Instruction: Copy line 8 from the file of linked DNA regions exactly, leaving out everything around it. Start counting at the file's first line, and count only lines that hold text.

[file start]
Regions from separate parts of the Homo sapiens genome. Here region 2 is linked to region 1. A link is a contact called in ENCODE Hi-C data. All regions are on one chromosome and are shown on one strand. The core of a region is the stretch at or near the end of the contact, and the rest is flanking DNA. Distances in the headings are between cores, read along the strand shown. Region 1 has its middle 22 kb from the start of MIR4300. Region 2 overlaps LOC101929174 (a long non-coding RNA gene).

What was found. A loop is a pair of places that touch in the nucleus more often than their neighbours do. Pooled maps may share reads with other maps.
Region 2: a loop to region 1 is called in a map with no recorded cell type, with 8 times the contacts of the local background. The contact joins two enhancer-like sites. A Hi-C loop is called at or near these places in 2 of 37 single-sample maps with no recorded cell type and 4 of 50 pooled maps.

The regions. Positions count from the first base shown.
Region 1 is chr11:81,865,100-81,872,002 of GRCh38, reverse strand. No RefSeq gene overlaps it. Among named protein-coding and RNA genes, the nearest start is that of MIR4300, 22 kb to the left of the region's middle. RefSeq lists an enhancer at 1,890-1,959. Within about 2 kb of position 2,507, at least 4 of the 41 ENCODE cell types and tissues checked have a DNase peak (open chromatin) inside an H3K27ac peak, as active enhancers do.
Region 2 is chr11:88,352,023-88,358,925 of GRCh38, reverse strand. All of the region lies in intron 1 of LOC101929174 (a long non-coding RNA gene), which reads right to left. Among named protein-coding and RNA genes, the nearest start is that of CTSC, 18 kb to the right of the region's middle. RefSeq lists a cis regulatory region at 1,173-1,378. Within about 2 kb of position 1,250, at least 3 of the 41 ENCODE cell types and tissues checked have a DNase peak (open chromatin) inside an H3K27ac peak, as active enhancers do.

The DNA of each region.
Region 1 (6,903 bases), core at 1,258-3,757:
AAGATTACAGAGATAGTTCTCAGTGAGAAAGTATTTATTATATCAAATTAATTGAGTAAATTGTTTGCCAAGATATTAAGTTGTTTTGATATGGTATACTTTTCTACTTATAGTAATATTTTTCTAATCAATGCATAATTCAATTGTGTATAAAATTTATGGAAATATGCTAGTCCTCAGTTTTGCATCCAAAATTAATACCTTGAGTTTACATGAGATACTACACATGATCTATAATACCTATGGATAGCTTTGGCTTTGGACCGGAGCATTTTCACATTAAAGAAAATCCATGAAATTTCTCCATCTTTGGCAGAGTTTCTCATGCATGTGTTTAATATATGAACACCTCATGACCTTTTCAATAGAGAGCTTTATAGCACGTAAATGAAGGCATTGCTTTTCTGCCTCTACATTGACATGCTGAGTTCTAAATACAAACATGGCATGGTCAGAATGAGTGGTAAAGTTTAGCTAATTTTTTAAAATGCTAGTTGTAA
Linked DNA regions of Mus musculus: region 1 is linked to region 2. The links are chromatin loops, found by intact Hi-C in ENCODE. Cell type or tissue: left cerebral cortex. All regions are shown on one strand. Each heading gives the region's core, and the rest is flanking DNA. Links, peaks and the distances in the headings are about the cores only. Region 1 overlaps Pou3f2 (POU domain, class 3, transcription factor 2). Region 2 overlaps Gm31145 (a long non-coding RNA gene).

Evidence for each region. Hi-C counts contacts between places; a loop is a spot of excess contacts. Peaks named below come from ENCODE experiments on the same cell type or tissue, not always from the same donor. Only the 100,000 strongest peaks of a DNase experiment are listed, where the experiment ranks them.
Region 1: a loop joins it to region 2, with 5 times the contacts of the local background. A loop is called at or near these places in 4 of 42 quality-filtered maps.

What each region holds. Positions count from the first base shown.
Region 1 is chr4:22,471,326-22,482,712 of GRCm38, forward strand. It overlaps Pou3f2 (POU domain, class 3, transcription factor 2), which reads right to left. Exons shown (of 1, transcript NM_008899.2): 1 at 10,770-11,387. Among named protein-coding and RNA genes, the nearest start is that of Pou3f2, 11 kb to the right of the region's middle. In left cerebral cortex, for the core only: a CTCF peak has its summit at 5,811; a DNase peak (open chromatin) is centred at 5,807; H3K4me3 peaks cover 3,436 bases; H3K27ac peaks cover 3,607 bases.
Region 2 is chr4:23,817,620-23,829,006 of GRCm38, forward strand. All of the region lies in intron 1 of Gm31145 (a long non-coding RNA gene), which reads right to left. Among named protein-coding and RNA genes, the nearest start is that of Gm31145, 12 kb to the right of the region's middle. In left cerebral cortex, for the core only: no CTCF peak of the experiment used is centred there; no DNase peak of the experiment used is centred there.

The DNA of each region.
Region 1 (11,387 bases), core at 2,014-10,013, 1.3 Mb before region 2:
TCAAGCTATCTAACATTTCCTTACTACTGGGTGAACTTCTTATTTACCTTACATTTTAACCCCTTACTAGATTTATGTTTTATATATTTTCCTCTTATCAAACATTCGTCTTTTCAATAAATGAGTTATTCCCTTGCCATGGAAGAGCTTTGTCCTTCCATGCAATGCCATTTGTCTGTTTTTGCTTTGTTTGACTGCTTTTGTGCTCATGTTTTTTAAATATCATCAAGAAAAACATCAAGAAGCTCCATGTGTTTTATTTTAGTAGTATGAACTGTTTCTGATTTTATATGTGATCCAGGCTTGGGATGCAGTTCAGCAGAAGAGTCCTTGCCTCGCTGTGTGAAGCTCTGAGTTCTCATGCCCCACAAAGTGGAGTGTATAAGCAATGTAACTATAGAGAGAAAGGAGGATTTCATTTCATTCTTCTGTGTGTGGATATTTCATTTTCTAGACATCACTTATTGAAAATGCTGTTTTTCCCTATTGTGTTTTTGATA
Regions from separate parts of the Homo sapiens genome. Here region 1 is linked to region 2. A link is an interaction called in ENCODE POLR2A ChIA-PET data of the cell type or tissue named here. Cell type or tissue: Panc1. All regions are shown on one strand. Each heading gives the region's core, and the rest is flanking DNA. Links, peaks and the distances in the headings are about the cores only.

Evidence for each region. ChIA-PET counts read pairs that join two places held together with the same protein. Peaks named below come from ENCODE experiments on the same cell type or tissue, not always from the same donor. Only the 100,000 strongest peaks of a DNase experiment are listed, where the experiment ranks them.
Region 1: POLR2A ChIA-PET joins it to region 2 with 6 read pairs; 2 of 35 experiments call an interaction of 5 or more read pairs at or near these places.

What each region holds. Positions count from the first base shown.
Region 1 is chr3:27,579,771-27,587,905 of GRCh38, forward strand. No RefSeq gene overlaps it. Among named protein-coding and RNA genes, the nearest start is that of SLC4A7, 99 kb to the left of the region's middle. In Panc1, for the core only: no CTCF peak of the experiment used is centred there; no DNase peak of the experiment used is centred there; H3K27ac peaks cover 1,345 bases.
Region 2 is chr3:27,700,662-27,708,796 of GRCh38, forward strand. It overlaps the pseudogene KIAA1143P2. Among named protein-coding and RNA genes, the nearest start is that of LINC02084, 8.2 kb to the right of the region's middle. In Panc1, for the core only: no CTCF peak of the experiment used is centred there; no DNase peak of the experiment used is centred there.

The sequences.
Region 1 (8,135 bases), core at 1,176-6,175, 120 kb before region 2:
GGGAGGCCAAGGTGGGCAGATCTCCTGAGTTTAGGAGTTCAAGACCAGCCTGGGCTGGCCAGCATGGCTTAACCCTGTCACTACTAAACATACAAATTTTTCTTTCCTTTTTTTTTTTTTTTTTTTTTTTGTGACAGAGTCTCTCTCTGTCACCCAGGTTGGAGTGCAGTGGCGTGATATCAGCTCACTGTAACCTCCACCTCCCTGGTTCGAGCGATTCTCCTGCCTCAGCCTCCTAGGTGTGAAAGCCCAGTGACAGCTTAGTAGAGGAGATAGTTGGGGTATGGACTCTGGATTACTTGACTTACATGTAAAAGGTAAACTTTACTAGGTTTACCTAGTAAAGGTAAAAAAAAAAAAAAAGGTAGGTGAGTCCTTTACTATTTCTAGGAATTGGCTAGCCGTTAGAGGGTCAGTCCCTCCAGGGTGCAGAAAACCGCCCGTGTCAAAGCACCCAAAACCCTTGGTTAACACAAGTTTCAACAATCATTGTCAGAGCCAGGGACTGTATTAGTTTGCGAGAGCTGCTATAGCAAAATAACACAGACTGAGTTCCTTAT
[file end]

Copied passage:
Region 1 (6,903 bases), core at 1,258-3,757: